Unix / Linux: Print IO Statistics of Running dd Process

Let’s say you have a dd process that is running. By default, dd will only print IO statistics once the job has been completed or if it is interrupted by a Ctrl-C (SIGINT) command. While the job is running, you will probably have no idea how much data has been copied, the current progress or the copying speed. But fret not, there is actually a way to get the IO statistics of a running dd process.

First, get the process id (PID) of the dd command that is running using the ps command.

$ ps -ef | grep -w dd
ibrahim   2965  2755 67 18:10 pts/0    00:00:03 dd if=/dev/zero of=/tmp/zerofile bs=4M count=1000

Based on the above output, we know that the PID of the dd process is 2965. Now, we can print the IO statistics of the dd process by sending the signal SIGUSR1 or USR1 to the process.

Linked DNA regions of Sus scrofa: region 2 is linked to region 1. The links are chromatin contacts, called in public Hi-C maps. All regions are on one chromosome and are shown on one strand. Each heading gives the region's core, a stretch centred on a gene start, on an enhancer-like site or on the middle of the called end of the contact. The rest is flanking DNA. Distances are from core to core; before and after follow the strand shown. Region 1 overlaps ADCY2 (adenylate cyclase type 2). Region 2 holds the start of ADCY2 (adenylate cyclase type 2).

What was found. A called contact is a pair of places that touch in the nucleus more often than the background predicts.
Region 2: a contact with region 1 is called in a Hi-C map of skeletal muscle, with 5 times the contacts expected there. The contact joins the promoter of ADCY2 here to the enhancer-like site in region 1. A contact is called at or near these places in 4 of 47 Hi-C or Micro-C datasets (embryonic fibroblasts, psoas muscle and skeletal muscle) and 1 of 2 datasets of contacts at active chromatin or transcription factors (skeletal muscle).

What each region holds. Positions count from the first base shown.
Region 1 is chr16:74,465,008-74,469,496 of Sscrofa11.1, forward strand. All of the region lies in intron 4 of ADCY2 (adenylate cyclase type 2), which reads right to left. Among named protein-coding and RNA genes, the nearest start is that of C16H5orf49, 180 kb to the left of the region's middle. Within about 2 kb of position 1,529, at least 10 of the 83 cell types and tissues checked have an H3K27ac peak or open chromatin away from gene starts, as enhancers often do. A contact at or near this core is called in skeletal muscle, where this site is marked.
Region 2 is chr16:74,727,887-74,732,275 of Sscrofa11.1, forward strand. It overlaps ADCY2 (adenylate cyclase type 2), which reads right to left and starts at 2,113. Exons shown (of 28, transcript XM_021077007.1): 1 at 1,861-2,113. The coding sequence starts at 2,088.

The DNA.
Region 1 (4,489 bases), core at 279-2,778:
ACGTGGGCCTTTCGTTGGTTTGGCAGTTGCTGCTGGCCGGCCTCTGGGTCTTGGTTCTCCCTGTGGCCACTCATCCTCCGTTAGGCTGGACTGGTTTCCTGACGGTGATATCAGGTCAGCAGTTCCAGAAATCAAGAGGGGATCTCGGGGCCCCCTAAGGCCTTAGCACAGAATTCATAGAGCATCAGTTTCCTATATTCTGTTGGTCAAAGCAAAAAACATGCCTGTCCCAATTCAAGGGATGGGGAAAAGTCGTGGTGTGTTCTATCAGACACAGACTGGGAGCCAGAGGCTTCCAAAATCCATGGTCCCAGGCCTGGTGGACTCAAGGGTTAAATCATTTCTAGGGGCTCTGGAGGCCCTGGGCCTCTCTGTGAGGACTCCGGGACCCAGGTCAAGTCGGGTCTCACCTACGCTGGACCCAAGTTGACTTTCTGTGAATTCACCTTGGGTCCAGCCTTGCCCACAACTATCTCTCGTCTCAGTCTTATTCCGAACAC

$ kill -USR1 2965
511+0 records in
511+0 records out
2143289344 bytes (2.1 GB) copied, 7.66307 s, 280 MB/s

From the above output, you can see that 2.1GB of data has been copied at a rate of 280 MB/s. The kill command will not terminate the dd process. Instead, it will simply send a signal to the dd process to inform the process to print the IO statistics to the standard error (stderr) stream . This procedure is documented in the dd man pages.

If you do not want to mess around with ps to get the process id of the dd process, then the below syntax will be helpful. It starts the dd process as a background job and assigns the variable “$pid” to the process id of the dd process. The variable is then used in the kill command. This method will be particularly useful in shell scripts.

$ dd if=/dev/zero of=/tmp/zerofile bs=4M count=1000 & pid=$!
$ kill -USR1 $pid
511+0 records in
511+0 records out
2143289344 bytes (2.1 GB) copied, 7.66307 s, 280 MB/s

ibrahim = { interested_in(unix, linux, android, open_source, reverse_engineering); coding(c, shell, php, python, java, javascript, nodejs, react); plays_on(xbox, ps4); linux_desktop_user(true); }